While I am stalling because I want to make up my mind without outside influence, I bet there was a poll of some type taken. Would the HOF know of any polls done by sportswriters or players asking this same question? Or any of you?
                          There's several common answers.

                          The contemporary opinion was Buck Ewing. For all the reasons Bill said. However, a catcher catching from 50 feet against guys throwing underhand bears so little resemblance to what I think of when I think of a "catcher" that I find it very difficult to even consider him to have played the position as I define it, must less to be one of the greatest of all time.

                          Then there's Barnes, who absolutely has to be considered. Sure, he was playing under vastly different rules, but so was Ewing, and Barnes' numbers from the 2B position are just mind blowing.

                          The common, non-hardcore fan answer is Cap Anson, just because he put up such monstrous numbers.

                          Then there's the people like me, who focus a whole lot more on the "modern" 19th century game players... mostly Delahanty and a bunch of players who played for the Orioles. Jennings is another name to throw out.
                          "Simply put, the passion, interest and tradition surrounding baseball in New York is unmatched."

                          Sean McAdam, ESPN.com

                          Comment


                          • #43
                            Originally posted by ElHalo
                            The contemporary opinion was Buck Ewing. For all the reasons Bill said. However, a catcher catching from 50 feet against guys throwing underhand bears so little resemblance to what I think of when I think of a "catcher" that I find it very difficult to even consider him to have played the position as I define it, must less to be one of the greatest of all time.
                            Jim,

                            When Buck Ewing started catching in 1880, underhand pitching was over, and they were throwing hard overhand. Buck caught Amos Rusie in 1892, and Ed Crane, the second hardest thrower, all at 50 feet. And no shin guards.

                            Make sure of your facts, Jim.

                            Bill

                            Comment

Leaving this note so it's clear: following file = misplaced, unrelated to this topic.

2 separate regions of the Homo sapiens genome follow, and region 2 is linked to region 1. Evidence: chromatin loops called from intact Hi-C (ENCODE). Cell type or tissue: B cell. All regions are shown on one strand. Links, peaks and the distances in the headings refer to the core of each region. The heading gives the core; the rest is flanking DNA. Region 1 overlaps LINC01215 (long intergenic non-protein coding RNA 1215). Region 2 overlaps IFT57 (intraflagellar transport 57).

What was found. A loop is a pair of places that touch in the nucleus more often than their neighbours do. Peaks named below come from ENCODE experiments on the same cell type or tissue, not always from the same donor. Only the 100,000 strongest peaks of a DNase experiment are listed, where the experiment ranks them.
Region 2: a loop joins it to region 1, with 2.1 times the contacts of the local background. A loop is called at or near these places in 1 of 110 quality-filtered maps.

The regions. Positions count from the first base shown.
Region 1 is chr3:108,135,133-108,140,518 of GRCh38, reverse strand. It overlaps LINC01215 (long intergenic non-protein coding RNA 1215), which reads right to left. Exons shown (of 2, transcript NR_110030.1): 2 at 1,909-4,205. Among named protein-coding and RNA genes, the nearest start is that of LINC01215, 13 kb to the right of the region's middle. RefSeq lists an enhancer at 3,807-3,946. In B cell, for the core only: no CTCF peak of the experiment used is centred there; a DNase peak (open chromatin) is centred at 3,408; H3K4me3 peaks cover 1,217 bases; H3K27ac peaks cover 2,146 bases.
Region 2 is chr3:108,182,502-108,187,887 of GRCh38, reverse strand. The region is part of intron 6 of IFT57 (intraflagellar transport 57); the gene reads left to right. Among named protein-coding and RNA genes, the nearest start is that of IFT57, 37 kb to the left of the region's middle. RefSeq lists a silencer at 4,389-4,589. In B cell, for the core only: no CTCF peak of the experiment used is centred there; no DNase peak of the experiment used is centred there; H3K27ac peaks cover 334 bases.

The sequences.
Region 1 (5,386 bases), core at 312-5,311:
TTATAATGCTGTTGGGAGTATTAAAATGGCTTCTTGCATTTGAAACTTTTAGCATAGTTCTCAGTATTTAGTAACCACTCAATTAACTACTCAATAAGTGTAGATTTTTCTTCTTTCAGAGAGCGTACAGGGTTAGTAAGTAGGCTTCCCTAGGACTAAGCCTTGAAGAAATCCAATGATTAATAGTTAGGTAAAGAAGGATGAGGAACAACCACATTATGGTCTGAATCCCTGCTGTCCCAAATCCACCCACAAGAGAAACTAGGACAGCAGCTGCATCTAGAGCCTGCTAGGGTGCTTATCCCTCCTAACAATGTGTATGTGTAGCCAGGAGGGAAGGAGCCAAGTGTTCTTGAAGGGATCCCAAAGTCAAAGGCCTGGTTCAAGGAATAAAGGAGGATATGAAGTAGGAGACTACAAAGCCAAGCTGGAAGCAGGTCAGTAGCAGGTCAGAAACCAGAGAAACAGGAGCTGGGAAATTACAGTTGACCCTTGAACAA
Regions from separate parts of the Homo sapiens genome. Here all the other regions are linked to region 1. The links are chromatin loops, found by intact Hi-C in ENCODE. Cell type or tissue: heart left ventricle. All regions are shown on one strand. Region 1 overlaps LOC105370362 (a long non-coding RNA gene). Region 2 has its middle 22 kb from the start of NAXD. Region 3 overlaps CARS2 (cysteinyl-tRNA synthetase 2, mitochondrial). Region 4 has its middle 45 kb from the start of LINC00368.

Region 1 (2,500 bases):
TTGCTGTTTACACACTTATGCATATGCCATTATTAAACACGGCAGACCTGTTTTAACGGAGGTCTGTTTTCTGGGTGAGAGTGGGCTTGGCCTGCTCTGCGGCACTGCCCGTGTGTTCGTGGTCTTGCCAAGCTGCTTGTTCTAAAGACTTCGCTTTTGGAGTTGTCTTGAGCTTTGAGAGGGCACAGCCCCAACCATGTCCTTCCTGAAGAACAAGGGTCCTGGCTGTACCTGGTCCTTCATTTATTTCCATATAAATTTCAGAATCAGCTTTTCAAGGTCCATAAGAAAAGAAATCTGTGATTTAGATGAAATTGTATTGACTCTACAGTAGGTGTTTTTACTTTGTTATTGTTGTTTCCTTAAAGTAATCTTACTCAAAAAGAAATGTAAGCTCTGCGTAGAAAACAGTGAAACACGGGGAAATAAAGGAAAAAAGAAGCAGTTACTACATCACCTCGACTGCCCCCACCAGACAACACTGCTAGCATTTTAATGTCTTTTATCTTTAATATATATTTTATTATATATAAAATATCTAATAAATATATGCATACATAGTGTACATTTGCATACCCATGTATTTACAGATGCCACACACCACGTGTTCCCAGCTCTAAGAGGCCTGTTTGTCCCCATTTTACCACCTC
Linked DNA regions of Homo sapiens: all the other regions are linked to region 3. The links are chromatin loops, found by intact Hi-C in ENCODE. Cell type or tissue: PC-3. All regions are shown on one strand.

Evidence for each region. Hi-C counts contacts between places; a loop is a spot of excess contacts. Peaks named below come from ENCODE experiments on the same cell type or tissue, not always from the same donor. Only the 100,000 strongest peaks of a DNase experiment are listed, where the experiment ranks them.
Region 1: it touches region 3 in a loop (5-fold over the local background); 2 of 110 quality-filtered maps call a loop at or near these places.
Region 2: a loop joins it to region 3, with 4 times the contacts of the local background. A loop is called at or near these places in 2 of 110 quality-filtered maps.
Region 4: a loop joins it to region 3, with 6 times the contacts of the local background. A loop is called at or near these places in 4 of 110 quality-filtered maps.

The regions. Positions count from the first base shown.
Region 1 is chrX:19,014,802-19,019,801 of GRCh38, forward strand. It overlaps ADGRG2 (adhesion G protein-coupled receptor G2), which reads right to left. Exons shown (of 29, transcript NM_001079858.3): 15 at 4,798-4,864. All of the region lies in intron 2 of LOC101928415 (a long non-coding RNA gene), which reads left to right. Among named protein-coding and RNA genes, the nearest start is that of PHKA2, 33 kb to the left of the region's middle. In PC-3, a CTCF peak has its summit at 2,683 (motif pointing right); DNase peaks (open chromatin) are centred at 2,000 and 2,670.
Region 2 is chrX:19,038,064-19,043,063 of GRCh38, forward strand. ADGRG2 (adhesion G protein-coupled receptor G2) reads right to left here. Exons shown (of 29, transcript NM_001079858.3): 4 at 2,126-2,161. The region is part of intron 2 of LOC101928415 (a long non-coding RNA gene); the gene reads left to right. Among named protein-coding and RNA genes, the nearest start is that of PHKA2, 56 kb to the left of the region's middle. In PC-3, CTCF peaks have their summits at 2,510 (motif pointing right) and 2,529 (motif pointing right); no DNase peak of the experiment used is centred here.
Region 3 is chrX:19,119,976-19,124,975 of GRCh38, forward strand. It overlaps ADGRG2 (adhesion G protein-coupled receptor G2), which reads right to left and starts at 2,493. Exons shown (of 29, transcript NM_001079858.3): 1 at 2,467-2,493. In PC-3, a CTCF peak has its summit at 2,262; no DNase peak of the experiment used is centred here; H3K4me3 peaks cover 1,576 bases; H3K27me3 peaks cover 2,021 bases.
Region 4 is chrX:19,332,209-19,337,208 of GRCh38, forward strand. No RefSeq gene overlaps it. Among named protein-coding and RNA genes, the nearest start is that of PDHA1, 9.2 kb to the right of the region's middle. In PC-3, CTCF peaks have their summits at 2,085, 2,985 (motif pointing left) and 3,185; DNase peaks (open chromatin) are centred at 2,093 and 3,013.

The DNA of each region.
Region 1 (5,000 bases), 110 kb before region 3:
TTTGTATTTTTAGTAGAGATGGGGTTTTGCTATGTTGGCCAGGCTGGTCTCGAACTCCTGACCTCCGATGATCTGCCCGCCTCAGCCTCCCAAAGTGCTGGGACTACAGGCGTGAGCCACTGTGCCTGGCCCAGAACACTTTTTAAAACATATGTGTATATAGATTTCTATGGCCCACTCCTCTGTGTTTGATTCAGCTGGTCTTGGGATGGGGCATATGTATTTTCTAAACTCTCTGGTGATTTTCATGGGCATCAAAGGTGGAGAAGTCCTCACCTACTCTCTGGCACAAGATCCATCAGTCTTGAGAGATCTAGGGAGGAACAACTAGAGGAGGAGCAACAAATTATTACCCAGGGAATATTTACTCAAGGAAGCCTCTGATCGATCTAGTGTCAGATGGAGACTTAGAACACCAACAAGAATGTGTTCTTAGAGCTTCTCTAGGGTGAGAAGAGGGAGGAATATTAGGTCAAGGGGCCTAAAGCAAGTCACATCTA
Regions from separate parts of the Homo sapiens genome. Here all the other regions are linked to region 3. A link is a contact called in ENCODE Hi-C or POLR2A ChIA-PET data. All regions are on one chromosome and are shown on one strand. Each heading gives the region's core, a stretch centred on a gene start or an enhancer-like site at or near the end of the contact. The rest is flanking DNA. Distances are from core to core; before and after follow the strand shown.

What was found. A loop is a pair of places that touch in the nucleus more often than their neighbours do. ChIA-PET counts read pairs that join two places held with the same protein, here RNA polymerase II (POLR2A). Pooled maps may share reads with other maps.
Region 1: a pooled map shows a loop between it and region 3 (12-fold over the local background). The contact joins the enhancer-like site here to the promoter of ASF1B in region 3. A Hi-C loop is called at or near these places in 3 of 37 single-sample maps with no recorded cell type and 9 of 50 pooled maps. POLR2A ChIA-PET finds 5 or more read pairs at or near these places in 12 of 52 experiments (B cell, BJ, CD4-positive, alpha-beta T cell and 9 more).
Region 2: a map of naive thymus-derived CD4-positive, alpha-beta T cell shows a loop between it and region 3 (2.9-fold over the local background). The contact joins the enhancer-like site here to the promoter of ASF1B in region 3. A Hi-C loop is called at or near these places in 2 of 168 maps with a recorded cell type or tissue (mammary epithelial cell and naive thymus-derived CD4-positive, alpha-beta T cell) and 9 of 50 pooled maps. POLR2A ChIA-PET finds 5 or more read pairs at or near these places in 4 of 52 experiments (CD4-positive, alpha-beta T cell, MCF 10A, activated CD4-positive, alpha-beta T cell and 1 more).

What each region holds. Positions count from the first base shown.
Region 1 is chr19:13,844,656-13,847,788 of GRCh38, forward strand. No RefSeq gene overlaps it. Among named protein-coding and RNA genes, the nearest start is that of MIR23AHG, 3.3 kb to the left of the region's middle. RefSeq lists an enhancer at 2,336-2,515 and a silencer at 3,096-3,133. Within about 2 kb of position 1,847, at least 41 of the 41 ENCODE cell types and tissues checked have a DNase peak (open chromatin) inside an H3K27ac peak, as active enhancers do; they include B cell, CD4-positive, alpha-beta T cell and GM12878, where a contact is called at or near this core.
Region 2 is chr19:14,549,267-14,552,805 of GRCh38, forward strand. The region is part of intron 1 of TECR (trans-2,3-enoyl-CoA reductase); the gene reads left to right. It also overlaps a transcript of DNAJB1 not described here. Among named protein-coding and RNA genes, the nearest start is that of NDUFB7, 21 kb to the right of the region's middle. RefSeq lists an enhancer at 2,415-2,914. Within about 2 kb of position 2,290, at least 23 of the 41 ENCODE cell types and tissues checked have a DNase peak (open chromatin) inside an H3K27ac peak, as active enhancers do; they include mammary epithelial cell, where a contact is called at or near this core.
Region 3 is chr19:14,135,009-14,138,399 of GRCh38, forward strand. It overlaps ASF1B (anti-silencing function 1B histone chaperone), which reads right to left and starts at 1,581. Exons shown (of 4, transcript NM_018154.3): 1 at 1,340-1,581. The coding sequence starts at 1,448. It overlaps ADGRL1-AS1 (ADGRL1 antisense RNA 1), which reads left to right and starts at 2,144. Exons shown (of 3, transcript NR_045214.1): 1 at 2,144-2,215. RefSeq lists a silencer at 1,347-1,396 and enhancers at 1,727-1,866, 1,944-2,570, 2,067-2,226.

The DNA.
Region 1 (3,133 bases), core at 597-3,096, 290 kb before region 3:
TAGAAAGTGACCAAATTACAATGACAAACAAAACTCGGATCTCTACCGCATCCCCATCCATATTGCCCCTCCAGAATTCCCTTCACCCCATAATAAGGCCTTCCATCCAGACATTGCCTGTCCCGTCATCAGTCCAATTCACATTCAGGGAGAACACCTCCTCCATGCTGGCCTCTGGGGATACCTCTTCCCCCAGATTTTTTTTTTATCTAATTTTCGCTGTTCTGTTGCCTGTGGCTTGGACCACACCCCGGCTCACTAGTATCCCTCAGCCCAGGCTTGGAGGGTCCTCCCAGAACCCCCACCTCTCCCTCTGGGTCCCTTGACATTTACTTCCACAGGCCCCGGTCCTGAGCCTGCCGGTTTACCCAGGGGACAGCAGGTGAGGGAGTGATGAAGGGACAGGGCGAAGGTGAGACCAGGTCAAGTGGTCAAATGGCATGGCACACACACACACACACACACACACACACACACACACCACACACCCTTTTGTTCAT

• #44
                              um... I hate to say this, but make sure of YOUR facts, Bill. A pitcher could not deliver from above the waist until 1883, and full restrictions on pitching were not removed until 1884. Ewing was taking it close range when he came on.
                              "Here's a crazy thought I've always had: if they cut three fingers off each hand, I'd really be a great hitter because then I could level off better." Paul Waner (lifetime .333 hitter, 3,152 lifetime hits.

                              Comment


                              • #45
                                Originally posted by Buzzaldrin
                                um... I hate to say this, but make sure of YOUR facts, Bill. A pitcher could not deliver from above the waist until 1883, and full restrictions on pitching were not removed until 1884. Ewing was taking it close range when he came on.
                                I was wrong. Pitchers were required to throw below the waist until 1883, and for 1883, they could throw up to level of the waiste, which we call side-arm.

                                And you are correct that it was not until 1884 that pitchers could throw any way they wanted to.

                                With respect to Buck Ewing, he was catching underhanded pitching from, 1880-83. But the majority of his career was after that. So, ElHalo was correct, from 1880-83.

                                But even underhanded pitchers were allowed to snap their pitches. And we know that Carl Mays from a later time, could throw REAL hard. We don't know how the pitchers from 1880-83 were throwing. And I sure wish I knew more about that particular issue.

                                Bill Burgess
                                Last edited by Bill Burgess; 11-04-2006, 10:09 AM.